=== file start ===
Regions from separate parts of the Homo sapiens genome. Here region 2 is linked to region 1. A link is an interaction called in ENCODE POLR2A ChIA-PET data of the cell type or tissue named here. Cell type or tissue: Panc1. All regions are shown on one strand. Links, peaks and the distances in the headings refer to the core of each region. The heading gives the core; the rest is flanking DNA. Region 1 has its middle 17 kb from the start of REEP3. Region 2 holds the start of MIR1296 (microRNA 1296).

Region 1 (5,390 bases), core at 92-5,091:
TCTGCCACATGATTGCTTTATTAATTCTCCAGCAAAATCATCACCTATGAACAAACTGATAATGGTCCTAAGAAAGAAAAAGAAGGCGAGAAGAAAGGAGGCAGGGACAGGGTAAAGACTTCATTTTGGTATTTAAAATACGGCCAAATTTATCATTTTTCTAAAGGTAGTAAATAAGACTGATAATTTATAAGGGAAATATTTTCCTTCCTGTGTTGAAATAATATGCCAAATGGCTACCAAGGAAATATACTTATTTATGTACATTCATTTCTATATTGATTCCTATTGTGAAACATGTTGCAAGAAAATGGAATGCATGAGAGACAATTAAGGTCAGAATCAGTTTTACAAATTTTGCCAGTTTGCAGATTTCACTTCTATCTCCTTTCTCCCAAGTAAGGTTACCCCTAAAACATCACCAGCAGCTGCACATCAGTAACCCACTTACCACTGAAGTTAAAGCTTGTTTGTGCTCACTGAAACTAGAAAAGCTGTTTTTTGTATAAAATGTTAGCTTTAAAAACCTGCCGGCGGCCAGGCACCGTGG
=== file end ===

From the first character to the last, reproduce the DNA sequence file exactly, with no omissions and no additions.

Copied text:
Regions from separate parts of the Homo sapiens genome. Here region 2 is linked to region 1. A link is an interaction called in ENCODE POLR2A ChIA-PET data of the cell type or tissue named here. Cell type or tissue: Panc1. All regions are shown on one strand. Links, peaks and the distances in the headings refer to the core of each region. The heading gives the core; the rest is flanking DNA. Region 1 has its middle 17 kb from the start of REEP3. Region 2 holds the start of MIR1296 (microRNA 1296).

Region 1 (5,390 bases), core at 92-5,091:
TCTGCCACATGATTGCTTTATTAATTCTCCAGCAAAATCATCACCTATGAACAAACTGATAATGGTCCTAAGAAAGAAAAAGAAGGCGAGAAGAAAGGAGGCAGGGACAGGGTAAAGACTTCATTTTGGTATTTAAAATACGGCCAAATTTATCATTTTTCTAAAGGTAGTAAATAAGACTGATAATTTATAAGGGAAATATTTTCCTTCCTGTGTTGAAATAATATGCCAAATGGCTACCAAGGAAATATACTTATTTATGTACATTCATTTCTATATTGATTCCTATTGTGAAACATGTTGCAAGAAAATGGAATGCATGAGAGACAATTAAGGTCAGAATCAGTTTTACAAATTTTGCCAGTTTGCAGATTTCACTTCTATCTCCTTTCTCCCAAGTAAGGTTACCCCTAAAACATCACCAGCAGCTGCACATCAGTAACCCACTTACCACTGAAGTTAAAGCTTGTTTGTGCTCACTGAAACTAGAAAAGCTGTTTTTTGTATAAAATGTTAGCTTTAAAAACCTGCCGGCGGCCAGGCACCGTGG